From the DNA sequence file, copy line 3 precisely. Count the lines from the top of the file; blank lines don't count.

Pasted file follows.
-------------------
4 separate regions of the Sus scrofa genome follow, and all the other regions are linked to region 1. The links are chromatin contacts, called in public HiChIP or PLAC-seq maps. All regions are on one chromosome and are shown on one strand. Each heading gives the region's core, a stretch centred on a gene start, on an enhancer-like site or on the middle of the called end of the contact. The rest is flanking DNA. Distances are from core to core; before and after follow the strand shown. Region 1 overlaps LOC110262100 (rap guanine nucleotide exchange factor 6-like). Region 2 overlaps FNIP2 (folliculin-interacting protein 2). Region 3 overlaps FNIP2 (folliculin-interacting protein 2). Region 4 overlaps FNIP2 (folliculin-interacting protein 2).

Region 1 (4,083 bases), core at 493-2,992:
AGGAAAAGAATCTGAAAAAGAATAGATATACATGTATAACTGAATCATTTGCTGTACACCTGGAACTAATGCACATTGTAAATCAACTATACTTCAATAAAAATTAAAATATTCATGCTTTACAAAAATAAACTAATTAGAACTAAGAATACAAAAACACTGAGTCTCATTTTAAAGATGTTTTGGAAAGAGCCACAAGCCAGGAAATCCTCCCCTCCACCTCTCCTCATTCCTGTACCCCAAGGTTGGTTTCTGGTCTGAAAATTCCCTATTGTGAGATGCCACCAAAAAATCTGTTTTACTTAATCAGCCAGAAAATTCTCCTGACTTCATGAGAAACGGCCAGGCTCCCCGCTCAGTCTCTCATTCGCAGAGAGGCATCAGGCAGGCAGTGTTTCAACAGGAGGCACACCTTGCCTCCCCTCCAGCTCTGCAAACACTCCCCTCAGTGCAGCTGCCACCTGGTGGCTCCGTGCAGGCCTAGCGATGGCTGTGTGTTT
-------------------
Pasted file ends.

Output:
AGGAAAAGAATCTGAAAAAGAATAGATATACATGTATAACTGAATCATTTGCTGTACACCTGGAACTAATGCACATTGTAAATCAACTATACTTCAATAAAAATTAAAATATTCATGCTTTACAAAAATAAACTAATTAGAACTAAGAATACAAAAACACTGAGTCTCATTTTAAAGATGTTTTGGAAAGAGCCACAAGCCAGGAAATCCTCCCCTCCACCTCTCCTCATTCCTGTACCCCAAGGTTGGTTTCTGGTCTGAAAATTCCCTATTGTGAGATGCCACCAAAAAATCTGTTTTACTTAATCAGCCAGAAAATTCTCCTGACTTCATGAGAAACGGCCAGGCTCCCCGCTCAGTCTCTCATTCGCAGAGAGGCATCAGGCAGGCAGTGTTTCAACAGGAGGCACACCTTGCCTCCCCTCCAGCTCTGCAAACACTCCCCTCAGTGCAGCTGCCACCTGGTGGCTCCGTGCAGGCCTAGCGATGGCTGTGTGTTT